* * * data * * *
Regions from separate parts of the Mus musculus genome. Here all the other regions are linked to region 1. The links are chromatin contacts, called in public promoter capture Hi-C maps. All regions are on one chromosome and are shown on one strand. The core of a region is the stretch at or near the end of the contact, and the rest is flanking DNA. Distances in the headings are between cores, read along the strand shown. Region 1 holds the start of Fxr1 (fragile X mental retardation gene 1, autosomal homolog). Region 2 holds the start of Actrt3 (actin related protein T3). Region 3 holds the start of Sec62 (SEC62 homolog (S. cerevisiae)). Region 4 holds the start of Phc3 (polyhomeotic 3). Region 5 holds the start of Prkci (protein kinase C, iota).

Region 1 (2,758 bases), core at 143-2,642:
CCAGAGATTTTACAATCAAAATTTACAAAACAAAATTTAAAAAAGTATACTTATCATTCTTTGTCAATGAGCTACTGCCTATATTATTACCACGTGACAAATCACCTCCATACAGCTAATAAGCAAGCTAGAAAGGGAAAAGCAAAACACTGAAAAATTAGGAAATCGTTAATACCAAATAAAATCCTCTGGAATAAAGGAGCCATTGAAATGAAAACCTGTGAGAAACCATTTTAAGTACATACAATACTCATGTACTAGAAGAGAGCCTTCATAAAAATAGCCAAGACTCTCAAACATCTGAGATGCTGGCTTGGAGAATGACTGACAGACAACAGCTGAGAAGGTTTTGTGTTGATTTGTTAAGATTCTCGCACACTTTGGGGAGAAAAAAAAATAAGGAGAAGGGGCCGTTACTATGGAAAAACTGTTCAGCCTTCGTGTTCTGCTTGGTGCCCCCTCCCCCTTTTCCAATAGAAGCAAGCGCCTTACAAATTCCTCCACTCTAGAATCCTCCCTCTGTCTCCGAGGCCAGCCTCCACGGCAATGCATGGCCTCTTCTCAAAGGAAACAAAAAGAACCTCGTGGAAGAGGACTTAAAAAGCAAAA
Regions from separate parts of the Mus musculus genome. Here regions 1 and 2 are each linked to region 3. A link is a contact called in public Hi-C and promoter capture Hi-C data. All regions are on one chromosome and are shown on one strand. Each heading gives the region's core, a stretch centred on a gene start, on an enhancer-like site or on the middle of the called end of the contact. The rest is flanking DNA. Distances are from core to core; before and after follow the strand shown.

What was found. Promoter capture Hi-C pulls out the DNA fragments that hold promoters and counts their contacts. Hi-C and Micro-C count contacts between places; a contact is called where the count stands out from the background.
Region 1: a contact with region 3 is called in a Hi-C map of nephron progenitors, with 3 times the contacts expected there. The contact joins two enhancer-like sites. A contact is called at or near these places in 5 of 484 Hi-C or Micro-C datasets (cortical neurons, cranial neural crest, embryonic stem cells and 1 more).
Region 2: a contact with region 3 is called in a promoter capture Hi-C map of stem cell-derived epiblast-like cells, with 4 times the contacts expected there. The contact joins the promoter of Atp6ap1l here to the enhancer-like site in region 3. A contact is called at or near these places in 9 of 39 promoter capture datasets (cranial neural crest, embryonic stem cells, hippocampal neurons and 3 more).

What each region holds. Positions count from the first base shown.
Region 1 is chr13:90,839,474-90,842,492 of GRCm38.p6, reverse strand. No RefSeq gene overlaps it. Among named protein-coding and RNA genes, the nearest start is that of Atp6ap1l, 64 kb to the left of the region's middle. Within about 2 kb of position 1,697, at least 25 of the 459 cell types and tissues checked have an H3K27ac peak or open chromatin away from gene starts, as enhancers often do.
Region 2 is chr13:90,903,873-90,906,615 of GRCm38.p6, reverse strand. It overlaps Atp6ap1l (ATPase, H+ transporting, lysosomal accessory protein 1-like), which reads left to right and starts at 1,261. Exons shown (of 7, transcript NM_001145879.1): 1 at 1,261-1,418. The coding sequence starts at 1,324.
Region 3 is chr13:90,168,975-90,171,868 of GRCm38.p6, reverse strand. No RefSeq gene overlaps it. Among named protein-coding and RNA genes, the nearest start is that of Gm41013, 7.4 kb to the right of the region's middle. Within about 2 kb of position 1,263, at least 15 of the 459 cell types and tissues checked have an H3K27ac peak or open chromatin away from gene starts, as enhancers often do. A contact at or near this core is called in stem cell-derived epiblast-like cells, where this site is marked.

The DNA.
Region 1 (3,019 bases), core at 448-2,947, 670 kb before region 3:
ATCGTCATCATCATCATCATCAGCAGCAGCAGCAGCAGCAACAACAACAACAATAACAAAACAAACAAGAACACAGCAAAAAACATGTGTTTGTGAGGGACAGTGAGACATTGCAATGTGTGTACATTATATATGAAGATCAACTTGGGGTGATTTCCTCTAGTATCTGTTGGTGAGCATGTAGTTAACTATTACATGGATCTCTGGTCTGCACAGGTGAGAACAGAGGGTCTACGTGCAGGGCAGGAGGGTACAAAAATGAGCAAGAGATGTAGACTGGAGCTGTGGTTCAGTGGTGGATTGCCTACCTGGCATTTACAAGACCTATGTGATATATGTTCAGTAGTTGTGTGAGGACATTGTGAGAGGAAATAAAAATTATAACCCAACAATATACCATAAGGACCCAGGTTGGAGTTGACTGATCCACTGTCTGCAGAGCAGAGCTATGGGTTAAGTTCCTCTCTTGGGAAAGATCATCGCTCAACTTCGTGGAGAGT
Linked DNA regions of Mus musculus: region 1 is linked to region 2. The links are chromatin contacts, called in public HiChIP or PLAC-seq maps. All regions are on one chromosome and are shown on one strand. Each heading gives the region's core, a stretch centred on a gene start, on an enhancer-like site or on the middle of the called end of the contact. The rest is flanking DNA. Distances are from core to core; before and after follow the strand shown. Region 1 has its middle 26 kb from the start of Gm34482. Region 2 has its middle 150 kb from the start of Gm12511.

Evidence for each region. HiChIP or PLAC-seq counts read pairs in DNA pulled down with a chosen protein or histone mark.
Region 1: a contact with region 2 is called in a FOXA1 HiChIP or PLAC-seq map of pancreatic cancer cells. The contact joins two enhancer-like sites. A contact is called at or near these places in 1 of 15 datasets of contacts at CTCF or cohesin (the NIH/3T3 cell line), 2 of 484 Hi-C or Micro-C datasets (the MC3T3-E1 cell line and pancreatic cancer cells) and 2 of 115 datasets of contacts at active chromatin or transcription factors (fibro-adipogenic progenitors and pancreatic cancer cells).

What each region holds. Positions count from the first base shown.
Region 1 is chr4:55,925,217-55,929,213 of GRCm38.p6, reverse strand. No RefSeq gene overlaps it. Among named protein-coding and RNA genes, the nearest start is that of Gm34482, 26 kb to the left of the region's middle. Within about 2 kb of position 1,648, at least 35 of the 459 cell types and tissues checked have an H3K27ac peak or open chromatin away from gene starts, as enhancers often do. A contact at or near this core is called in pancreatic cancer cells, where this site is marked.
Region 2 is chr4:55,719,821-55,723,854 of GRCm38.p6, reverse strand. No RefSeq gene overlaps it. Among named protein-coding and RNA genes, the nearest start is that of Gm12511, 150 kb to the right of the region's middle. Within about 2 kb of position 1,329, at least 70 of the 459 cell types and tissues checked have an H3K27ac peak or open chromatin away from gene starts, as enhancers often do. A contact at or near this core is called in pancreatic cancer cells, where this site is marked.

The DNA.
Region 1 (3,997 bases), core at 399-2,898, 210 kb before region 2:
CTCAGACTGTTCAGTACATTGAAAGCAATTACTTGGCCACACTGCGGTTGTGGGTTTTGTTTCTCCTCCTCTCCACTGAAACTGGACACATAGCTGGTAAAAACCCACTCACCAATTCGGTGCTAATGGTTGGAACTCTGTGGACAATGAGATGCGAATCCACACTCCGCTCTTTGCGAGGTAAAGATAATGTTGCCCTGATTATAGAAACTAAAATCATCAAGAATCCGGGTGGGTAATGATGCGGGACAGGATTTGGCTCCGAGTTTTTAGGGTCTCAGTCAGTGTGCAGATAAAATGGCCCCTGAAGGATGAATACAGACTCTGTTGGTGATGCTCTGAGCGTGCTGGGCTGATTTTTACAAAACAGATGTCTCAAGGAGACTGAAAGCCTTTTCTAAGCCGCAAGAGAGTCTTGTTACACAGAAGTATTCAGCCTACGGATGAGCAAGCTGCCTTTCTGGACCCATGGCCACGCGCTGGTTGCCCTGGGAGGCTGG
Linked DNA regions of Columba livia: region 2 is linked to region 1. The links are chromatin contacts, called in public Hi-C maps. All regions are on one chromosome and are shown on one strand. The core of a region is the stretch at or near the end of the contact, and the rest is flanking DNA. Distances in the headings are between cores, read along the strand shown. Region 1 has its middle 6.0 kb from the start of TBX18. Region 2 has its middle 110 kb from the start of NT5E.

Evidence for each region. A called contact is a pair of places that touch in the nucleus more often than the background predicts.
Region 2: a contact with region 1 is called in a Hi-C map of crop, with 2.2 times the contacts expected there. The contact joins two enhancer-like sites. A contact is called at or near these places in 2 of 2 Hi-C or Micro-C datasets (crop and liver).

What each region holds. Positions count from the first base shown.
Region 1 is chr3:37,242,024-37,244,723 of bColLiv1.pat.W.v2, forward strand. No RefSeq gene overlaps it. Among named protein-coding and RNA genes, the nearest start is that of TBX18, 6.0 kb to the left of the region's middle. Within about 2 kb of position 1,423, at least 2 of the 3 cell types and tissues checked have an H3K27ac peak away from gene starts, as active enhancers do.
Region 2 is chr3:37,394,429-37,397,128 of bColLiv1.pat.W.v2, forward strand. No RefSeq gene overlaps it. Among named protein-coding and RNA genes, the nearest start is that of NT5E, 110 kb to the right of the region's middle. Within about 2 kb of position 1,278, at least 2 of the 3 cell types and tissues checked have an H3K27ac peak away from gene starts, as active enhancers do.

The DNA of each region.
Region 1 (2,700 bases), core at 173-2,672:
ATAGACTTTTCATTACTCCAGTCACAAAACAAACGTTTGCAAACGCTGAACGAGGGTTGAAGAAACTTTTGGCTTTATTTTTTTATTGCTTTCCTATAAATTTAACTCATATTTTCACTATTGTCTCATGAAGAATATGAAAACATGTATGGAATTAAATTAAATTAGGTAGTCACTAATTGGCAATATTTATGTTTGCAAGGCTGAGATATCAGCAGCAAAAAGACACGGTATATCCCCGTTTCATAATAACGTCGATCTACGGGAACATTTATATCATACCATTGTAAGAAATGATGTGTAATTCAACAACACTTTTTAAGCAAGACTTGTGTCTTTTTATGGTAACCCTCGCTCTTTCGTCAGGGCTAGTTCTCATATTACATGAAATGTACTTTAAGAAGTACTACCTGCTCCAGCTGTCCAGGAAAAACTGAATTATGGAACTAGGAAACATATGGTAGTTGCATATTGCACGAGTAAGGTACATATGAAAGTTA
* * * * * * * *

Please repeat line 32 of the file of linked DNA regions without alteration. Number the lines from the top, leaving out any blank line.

ATAGACTTTTCATTACTCCAGTCACAAAACAAACGTTTGCAAACGCTGAACGAGGGTTGAAGAAACTTTTGGCTTTATTTTTTTATTGCTTTCCTATAAATTTAACTCATATTTTCACTATTGTCTCATGAAGAATATGAAAACATGTATGGAATTAAATTAAATTAGGTAGTCACTAATTGGCAATATTTATGTTTGCAAGGCTGAGATATCAGCAGCAAAAAGACACGGTATATCCCCGTTTCATAATAACGTCGATCTACGGGAACATTTATATCATACCATTGTAAGAAATGATGTGTAATTCAACAACACTTTTTAAGCAAGACTTGTGTCTTTTTATGGTAACCCTCGCTCTTTCGTCAGGGCTAGTTCTCATATTACATGAAATGTACTTTAAGAAGTACTACCTGCTCCAGCTGTCCAGGAAAAACTGAATTATGGAACTAGGAAACATATGGTAGTTGCATATTGCACGAGTAAGGTACATATGAAAGTTA